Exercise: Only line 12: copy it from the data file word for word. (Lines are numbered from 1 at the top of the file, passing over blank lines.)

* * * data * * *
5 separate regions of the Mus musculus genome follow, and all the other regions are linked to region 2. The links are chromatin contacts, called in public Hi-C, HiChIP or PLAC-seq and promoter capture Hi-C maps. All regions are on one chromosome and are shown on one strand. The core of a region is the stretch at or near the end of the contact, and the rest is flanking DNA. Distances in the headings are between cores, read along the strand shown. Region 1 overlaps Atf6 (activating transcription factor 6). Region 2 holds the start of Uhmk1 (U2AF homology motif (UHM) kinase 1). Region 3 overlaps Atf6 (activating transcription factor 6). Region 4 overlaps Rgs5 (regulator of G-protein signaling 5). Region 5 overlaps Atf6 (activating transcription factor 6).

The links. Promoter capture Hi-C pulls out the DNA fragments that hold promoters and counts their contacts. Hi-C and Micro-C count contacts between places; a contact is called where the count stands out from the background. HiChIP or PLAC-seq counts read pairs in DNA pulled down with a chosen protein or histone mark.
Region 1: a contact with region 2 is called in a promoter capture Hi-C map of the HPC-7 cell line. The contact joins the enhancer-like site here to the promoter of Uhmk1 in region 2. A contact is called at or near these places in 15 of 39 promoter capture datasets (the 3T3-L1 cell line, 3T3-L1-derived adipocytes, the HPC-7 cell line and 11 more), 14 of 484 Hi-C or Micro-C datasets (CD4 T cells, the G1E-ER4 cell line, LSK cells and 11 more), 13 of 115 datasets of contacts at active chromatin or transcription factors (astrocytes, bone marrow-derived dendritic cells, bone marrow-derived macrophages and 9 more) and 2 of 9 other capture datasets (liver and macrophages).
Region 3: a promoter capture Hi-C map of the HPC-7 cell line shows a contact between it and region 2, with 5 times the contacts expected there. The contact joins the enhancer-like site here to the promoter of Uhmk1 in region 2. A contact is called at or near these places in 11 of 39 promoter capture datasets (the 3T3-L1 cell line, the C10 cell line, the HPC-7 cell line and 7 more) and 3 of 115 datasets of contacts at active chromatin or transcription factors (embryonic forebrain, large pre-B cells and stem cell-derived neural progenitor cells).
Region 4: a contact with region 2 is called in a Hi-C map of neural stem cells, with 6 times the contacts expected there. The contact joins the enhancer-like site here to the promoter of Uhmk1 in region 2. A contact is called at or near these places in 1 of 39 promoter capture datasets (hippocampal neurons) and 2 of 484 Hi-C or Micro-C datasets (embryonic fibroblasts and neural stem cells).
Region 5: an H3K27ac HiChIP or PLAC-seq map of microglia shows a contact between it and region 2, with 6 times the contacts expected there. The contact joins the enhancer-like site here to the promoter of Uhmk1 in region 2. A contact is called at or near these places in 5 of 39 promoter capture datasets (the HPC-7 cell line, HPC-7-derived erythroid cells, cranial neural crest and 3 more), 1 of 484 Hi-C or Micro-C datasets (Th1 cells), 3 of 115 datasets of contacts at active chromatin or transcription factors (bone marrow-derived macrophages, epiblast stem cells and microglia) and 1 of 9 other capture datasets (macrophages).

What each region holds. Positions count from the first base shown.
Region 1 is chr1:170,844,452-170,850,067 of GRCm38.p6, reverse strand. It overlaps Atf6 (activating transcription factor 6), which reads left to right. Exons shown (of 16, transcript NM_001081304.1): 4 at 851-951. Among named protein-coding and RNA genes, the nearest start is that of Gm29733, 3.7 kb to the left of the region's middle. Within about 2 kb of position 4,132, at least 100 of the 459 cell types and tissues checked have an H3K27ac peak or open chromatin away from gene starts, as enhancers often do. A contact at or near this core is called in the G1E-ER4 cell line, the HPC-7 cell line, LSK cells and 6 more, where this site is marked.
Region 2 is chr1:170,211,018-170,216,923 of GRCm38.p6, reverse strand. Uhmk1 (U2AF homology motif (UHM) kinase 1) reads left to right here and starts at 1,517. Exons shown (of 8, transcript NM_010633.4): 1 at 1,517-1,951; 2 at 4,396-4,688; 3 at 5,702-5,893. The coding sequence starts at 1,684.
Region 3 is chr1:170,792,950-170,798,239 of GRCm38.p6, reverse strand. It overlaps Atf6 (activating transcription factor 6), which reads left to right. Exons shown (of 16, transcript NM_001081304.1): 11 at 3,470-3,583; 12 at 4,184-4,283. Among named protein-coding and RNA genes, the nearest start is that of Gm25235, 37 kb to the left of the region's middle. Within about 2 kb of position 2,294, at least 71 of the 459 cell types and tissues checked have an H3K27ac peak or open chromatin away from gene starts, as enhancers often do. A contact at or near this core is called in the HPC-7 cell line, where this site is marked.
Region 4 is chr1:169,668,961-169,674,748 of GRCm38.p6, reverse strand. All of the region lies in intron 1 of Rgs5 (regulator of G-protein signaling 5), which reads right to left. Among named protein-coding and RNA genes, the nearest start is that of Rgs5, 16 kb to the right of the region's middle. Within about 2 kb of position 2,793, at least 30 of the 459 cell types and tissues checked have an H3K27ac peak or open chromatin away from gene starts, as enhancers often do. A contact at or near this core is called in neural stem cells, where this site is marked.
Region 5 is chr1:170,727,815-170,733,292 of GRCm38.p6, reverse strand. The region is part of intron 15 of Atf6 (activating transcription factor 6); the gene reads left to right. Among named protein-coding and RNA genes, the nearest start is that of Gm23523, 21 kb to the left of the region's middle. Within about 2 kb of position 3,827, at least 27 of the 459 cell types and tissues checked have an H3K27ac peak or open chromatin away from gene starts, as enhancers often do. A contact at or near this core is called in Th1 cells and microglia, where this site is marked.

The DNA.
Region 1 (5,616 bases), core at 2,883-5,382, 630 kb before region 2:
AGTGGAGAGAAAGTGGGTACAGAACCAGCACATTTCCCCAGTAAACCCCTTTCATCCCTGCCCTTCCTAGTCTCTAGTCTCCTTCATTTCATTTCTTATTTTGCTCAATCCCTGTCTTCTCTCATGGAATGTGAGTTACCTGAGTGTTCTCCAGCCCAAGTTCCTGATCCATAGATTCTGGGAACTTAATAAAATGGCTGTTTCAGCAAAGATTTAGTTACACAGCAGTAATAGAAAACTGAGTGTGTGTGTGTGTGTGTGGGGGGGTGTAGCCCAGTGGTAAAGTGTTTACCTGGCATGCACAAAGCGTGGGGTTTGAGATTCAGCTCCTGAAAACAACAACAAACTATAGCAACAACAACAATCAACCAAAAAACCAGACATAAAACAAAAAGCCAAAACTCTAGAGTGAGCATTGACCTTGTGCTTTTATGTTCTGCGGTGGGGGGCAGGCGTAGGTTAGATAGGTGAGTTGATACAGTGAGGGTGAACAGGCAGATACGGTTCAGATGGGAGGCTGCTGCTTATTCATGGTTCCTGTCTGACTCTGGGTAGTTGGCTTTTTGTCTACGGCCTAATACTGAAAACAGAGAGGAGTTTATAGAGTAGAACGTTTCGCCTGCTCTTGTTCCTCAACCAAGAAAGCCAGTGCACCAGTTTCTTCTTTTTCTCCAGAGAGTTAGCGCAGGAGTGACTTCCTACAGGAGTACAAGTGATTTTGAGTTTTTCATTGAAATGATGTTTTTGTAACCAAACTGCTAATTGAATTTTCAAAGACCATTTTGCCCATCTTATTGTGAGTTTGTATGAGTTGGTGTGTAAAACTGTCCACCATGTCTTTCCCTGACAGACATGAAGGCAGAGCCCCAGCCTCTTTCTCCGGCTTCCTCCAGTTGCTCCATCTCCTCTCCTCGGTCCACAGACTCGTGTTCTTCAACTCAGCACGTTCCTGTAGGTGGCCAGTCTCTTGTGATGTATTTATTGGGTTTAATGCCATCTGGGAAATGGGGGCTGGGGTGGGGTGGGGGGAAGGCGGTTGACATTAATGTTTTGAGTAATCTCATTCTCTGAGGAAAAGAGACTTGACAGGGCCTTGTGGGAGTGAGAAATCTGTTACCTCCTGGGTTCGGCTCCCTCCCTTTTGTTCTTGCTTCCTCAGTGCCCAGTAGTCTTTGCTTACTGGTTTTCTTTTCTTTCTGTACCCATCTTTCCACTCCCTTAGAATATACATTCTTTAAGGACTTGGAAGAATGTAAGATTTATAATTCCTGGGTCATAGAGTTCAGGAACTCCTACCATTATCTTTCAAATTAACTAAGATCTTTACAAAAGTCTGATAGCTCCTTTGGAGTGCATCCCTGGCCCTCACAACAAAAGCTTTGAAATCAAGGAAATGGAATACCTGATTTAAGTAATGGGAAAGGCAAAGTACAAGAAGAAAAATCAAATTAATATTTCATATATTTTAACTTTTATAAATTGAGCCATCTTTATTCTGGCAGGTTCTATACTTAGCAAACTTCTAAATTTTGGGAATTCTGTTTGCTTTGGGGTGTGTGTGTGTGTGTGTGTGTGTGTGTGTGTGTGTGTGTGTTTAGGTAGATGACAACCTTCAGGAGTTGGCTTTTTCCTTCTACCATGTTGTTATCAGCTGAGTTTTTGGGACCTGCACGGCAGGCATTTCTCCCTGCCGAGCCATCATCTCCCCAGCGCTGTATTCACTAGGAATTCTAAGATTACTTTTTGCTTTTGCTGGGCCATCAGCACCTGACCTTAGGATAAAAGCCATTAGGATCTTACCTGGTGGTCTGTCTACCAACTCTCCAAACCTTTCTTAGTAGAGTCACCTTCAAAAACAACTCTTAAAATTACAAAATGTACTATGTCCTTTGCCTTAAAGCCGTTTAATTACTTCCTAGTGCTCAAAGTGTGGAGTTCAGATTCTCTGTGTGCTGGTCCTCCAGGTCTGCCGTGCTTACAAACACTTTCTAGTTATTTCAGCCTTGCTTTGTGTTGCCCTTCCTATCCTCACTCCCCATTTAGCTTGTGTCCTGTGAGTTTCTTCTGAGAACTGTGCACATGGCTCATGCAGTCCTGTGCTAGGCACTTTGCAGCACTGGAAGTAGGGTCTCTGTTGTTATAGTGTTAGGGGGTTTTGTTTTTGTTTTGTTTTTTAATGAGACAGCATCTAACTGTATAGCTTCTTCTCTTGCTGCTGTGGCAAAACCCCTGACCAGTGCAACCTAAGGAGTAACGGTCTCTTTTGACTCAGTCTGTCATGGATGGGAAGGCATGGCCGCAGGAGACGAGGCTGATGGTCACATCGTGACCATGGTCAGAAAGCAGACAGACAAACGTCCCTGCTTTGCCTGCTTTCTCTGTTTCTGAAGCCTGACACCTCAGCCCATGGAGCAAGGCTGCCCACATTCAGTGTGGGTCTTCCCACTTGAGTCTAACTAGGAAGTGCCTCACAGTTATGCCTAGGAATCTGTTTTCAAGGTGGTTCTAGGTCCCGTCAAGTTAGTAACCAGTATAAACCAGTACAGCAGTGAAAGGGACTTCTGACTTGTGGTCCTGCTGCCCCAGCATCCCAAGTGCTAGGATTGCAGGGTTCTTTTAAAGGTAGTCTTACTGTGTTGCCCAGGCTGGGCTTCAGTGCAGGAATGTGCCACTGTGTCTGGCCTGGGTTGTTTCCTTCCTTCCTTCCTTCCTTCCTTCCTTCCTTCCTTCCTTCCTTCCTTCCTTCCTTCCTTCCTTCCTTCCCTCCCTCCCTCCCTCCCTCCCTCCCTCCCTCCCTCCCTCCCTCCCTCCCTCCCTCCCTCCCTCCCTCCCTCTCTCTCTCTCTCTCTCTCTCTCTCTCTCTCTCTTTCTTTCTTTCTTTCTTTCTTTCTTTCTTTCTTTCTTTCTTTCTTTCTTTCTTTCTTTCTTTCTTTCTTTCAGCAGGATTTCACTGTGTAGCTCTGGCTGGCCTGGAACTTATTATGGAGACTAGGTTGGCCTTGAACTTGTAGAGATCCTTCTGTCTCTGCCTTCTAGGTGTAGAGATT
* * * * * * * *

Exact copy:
Region 5 is chr1:170,727,815-170,733,292 of GRCm38.p6, reverse strand. The region is part of intron 15 of Atf6 (activating transcription factor 6); the gene reads left to right. Among named protein-coding and RNA genes, the nearest start is that of Gm23523, 21 kb to the left of the region's middle. Within about 2 kb of position 3,827, at least 27 of the 459 cell types and tissues checked have an H3K27ac peak or open chromatin away from gene starts, as enhancers often do. A contact at or near this core is called in Th1 cells and microglia, where this site is marked.